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The tradition of fine bourbon making has been a part of this locations heritage for more than two centuries. In fact, there has been a working distillery on the grounds since 1787 and in 1789 the distillery was the first to ship the whiskey down the river.
The first modern distillery was built on this site in 1857 and was the first to incorporate the use of steam power–a major advance in producing high quality bourbon.
The distillery was later purchased by E.H. Taylor, Jr., one of Kentucky's original Bourbon aristocrats. Astute and innovative, Taylor brought advancements to the facility as well as to the entire whiskey industry. By 1886, the distillery had introduced the nation's first climate-controlled warehousing for aging whiskey and had earned a worldwide reputation for producing America's finest bourbons.
During the prohibition era, the distillery's existence was spared by the allowance of a permit–one of only four issued in the country–to continue distillation for medicinal purposes.
After prohibition was repealed, Albert Blanton took over the operation of the distillery and added many quality control enhancements. An innovator in his own right, Blanton enjoyed producing single-barrel bourbon for himself and his friends. This tradition was honoured in 1984 when the distillery became the first to commercially market a single-barrel bourbon
Today the Buffalo Trace Distillery site encompasses 119 acres and 114 buildings. The George T. Stagg distillery was renamed Buffalo Trace in June 1999 and introduced its flagship bourbon, Buffalo Trace Kentucky Straight Bourbon Whiskey, in August 1999.
In addition to Buffalo Trace Kentucky Straight Bourbon Whiskey, the distillery has a history of other finely crafted, award-winning spirits, including Blanton's, W.L Weller, Old Charter and Eagle Rare.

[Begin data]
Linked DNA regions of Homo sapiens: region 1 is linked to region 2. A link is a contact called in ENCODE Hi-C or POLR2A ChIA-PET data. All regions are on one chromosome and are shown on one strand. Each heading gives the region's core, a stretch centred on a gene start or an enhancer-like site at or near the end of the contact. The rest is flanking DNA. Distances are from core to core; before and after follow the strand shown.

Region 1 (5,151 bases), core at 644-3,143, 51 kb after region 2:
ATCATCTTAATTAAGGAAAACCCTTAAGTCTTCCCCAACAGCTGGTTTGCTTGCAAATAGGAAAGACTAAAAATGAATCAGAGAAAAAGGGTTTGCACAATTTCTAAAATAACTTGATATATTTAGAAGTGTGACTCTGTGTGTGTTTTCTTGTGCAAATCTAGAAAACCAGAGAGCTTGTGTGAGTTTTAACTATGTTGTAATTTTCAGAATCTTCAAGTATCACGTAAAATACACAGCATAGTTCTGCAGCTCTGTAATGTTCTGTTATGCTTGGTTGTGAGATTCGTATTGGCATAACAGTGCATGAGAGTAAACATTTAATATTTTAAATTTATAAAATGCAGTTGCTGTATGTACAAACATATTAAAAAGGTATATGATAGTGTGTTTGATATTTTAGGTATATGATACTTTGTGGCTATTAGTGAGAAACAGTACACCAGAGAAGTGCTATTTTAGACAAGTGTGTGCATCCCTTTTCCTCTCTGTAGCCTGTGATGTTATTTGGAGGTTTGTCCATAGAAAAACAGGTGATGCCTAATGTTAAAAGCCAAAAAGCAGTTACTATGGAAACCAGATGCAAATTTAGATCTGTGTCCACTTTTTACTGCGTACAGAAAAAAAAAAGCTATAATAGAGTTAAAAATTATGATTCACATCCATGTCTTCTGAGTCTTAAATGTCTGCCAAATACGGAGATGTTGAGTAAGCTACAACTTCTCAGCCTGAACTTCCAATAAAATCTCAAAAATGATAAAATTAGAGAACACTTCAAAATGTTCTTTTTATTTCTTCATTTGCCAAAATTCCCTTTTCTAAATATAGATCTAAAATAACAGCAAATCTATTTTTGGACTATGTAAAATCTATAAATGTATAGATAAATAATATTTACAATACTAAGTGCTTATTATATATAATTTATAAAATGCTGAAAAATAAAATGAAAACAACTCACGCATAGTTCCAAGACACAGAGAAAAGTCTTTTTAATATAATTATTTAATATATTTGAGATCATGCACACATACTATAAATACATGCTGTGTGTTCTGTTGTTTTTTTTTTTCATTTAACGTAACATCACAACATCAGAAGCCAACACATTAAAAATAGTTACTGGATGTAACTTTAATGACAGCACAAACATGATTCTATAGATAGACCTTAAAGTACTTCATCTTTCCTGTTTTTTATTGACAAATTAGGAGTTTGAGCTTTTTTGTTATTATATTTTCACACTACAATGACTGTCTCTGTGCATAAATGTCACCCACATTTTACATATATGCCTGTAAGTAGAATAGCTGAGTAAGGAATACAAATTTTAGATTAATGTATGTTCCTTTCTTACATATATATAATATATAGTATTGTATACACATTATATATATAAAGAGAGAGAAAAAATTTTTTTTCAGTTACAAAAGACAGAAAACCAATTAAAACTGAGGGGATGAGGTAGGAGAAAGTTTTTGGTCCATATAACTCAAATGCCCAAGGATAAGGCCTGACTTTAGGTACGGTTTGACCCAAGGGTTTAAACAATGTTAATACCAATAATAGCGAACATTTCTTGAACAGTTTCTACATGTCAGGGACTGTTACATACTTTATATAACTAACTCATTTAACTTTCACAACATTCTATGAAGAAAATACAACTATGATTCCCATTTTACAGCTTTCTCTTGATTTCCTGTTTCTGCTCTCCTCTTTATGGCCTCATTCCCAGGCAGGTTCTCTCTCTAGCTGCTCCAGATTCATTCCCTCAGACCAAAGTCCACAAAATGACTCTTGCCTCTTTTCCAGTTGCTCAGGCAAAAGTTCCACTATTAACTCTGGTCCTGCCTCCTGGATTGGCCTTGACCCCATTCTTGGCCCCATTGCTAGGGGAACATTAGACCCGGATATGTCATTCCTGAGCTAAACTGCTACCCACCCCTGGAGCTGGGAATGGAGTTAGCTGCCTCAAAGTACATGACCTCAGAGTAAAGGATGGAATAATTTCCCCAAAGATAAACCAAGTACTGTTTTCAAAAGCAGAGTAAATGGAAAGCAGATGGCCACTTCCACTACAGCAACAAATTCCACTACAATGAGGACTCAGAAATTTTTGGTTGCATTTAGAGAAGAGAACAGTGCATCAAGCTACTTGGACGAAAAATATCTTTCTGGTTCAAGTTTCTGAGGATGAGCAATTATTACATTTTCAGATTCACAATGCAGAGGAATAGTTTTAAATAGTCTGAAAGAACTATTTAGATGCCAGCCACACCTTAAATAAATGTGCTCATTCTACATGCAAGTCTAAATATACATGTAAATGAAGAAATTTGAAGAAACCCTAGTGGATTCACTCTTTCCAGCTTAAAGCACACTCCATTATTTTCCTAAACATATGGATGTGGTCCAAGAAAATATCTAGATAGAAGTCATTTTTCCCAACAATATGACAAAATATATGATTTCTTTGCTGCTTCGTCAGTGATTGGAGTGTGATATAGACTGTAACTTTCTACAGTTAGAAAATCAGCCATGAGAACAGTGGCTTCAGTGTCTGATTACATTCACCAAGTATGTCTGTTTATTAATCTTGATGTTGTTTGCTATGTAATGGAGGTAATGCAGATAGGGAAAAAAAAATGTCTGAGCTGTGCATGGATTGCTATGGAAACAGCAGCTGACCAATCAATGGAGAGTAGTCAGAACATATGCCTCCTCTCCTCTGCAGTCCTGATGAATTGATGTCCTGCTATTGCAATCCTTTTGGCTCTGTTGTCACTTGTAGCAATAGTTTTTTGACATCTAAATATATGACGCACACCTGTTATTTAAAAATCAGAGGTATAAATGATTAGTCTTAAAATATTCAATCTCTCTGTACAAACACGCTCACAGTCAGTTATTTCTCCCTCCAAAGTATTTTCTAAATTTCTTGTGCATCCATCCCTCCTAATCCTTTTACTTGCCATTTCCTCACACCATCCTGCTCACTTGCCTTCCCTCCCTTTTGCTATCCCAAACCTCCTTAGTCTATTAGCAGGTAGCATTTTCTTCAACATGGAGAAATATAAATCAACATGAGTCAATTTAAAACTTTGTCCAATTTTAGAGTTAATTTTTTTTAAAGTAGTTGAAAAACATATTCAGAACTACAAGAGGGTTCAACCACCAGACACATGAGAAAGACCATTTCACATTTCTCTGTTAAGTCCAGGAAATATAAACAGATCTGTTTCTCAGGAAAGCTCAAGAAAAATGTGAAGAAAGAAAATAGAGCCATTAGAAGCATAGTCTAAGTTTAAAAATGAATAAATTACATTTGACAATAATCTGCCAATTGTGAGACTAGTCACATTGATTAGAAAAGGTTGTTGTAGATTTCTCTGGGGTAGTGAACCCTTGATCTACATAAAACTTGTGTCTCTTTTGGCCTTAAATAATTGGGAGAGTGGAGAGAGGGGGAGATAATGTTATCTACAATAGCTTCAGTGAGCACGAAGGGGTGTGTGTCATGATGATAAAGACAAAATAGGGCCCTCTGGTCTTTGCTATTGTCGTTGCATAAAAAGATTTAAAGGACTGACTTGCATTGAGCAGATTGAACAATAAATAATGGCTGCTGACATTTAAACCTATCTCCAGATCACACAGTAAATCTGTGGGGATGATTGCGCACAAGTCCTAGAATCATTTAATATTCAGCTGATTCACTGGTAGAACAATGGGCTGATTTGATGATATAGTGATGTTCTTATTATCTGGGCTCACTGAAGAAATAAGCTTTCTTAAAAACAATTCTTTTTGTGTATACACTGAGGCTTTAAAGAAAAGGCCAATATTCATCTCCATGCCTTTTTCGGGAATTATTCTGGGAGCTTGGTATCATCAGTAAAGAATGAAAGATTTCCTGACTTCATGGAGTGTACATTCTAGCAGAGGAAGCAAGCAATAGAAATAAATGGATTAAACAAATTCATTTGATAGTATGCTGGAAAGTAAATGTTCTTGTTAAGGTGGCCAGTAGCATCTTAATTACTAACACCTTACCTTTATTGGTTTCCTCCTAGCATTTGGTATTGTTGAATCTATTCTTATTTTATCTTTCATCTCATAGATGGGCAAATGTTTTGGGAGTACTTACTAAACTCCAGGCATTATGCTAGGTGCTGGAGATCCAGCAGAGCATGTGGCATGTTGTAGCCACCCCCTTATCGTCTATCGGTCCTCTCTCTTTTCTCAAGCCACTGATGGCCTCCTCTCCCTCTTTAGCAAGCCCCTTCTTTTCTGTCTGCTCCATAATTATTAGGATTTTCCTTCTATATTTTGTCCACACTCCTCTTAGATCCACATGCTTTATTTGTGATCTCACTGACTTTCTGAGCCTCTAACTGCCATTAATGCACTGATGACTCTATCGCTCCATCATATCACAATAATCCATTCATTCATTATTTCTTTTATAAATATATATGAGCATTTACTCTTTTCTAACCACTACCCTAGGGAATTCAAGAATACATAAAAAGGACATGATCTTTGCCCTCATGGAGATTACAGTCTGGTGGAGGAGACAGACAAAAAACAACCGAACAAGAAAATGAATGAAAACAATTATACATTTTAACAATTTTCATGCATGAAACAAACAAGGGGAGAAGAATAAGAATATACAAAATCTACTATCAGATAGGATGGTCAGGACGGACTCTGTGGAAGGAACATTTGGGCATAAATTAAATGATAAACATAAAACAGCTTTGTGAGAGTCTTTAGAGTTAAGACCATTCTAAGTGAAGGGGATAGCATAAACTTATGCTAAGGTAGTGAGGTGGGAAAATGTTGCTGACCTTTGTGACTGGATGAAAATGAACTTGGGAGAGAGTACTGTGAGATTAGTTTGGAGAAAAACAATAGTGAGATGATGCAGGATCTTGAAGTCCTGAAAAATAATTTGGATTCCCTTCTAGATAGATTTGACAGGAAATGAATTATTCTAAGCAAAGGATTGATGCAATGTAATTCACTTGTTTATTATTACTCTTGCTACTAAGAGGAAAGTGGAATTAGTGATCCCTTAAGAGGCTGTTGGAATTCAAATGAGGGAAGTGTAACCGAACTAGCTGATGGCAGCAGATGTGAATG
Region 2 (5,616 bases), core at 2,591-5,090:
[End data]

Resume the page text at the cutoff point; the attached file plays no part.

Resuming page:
The distillery has won more international awards since 1990 than any other North American distillery, earning more than 140 distinctions in national and international competitions including the 2005 "Distiller of the Year" award presented by Whisky Magazine.
The research for the Buffalo Trace has revealed several owners and names.
"what is the real name of this company and why isn’t it called that?" With bourbon distilleries, that is never an easy question to answer. The history of whiskey making in Kentucky is complicated and all surviving distilleries have changed hands and labels numerous times.
Names associated with this site are Rock Hill Farm (Benjamin Blanton 1865)
Renamed Old Fire Copper Distilling Company (ODC Distillery) (1869)
Shortly after Col. Edmund Taylor purchased the distillery
George T. Stagg (owner of the E.H.Taylor, Jr. Co.) Then renamed Old Stagg Distillery in 1886
Purchased by the Schenley Corporation in 1929 became Shenley Distillery
During World War 2 Sheneley purchased George Dickel’s Cascade Hollow and set up a "distillery within a distillery”. The George Dickel distillery had been driven from Tennessee in 1910 when that state declared itself dry a full decade before the rest of the country The Dickel operation had originally moved to Louisville before relocating to the Shenley distillery.
The distillery or part of the complex name changed several more times; Ancient Age Distilling Company, to Leestown Distilling Company, Inc., Then to it’s present owners Sazerac, Inc. who renamed the distillery as Buffalo Trace in June 1999.
Buffalo Trace Distillery
1001 Wilkinson Boulevard
Visitor Centre and Tours.
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Buffalo Trace Distillery Information
Owner Sazerac Co
Distillation Column Stills
Buffalo Trace Distillery History
The McAfee brothers completed the first survey of the area north of the Kentucky River in 1773. Brothers Hancock and Willis Lee established a settlement two years later, after initial struggles and abandonment the area had developed into a thriving community by 1787.
Those who settled there were quick to take advantage of the abundant limestone spring water and fertile bottom loam-found to be perfect for growing exceptional grain. Distillation soon followed and what would become the area's distinguished bourbon heritage took root.